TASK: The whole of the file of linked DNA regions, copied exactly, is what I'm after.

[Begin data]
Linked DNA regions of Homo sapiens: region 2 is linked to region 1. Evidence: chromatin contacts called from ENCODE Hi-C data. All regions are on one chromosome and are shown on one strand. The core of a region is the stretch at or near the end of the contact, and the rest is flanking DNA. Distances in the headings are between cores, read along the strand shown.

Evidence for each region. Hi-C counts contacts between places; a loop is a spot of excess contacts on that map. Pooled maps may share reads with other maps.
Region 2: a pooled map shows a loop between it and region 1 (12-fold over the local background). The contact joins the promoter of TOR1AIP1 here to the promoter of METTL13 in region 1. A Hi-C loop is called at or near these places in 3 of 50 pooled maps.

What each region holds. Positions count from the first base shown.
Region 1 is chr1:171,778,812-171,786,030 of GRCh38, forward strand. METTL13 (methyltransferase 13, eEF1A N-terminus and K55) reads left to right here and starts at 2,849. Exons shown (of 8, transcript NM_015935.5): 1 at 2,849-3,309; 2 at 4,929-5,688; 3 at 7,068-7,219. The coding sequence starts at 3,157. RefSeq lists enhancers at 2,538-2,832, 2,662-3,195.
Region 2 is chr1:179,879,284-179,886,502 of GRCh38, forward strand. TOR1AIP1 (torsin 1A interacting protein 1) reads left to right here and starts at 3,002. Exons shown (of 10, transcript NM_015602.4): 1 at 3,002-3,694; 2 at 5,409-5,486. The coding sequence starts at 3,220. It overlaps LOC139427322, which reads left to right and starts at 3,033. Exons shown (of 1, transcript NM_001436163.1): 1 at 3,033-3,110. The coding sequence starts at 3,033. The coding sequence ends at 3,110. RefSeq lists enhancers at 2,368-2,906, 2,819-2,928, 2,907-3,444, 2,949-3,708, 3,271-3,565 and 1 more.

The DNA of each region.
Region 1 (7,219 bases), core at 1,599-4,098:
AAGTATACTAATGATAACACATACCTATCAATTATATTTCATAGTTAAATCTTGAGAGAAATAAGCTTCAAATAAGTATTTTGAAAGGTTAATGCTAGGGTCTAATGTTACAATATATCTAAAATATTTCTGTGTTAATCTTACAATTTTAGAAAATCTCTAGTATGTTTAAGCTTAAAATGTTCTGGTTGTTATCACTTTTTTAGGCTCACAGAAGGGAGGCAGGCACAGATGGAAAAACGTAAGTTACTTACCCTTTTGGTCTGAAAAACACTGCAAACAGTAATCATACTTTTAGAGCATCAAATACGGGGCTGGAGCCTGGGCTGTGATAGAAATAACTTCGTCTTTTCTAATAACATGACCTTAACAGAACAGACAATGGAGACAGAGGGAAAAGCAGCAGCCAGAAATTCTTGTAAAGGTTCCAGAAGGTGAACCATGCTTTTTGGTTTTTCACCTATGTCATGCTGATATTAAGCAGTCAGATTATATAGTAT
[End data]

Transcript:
Linked DNA regions of Homo sapiens: region 2 is linked to region 1. Evidence: chromatin contacts called from ENCODE Hi-C data. All regions are on one chromosome and are shown on one strand. The core of a region is the stretch at or near the end of the contact, and the rest is flanking DNA. Distances in the headings are between cores, read along the strand shown.

Evidence for each region. Hi-C counts contacts between places; a loop is a spot of excess contacts on that map. Pooled maps may share reads with other maps.
Region 2: a pooled map shows a loop between it and region 1 (12-fold over the local background). The contact joins the promoter of TOR1AIP1 here to the promoter of METTL13 in region 1. A Hi-C loop is called at or near these places in 3 of 50 pooled maps.

What each region holds. Positions count from the first base shown.
Region 1 is chr1:171,778,812-171,786,030 of GRCh38, forward strand. METTL13 (methyltransferase 13, eEF1A N-terminus and K55) reads left to right here and starts at 2,849. Exons shown (of 8, transcript NM_015935.5): 1 at 2,849-3,309; 2 at 4,929-5,688; 3 at 7,068-7,219. The coding sequence starts at 3,157. RefSeq lists enhancers at 2,538-2,832, 2,662-3,195.
Region 2 is chr1:179,879,284-179,886,502 of GRCh38, forward strand. TOR1AIP1 (torsin 1A interacting protein 1) reads left to right here and starts at 3,002. Exons shown (of 10, transcript NM_015602.4): 1 at 3,002-3,694; 2 at 5,409-5,486. The coding sequence starts at 3,220. It overlaps LOC139427322, which reads left to right and starts at 3,033. Exons shown (of 1, transcript NM_001436163.1): 1 at 3,033-3,110. The coding sequence starts at 3,033. The coding sequence ends at 3,110. RefSeq lists enhancers at 2,368-2,906, 2,819-2,928, 2,907-3,444, 2,949-3,708, 3,271-3,565 and 1 more.

The DNA of each region.
Region 1 (7,219 bases), core at 1,599-4,098:
AAGTATACTAATGATAACACATACCTATCAATTATATTTCATAGTTAAATCTTGAGAGAAATAAGCTTCAAATAAGTATTTTGAAAGGTTAATGCTAGGGTCTAATGTTACAATATATCTAAAATATTTCTGTGTTAATCTTACAATTTTAGAAAATCTCTAGTATGTTTAAGCTTAAAATGTTCTGGTTGTTATCACTTTTTTAGGCTCACAGAAGGGAGGCAGGCACAGATGGAAAAACGTAAGTTACTTACCCTTTTGGTCTGAAAAACACTGCAAACAGTAATCATACTTTTAGAGCATCAAATACGGGGCTGGAGCCTGGGCTGTGATAGAAATAACTTCGTCTTTTCTAATAACATGACCTTAACAGAACAGACAATGGAGACAGAGGGAAAAGCAGCAGCCAGAAATTCTTGTAAAGGTTCCAGAAGGTGAACCATGCTTTTTGGTTTTTCACCTATGTCATGCTGATATTAAGCAGTCAGATTATATAGTAT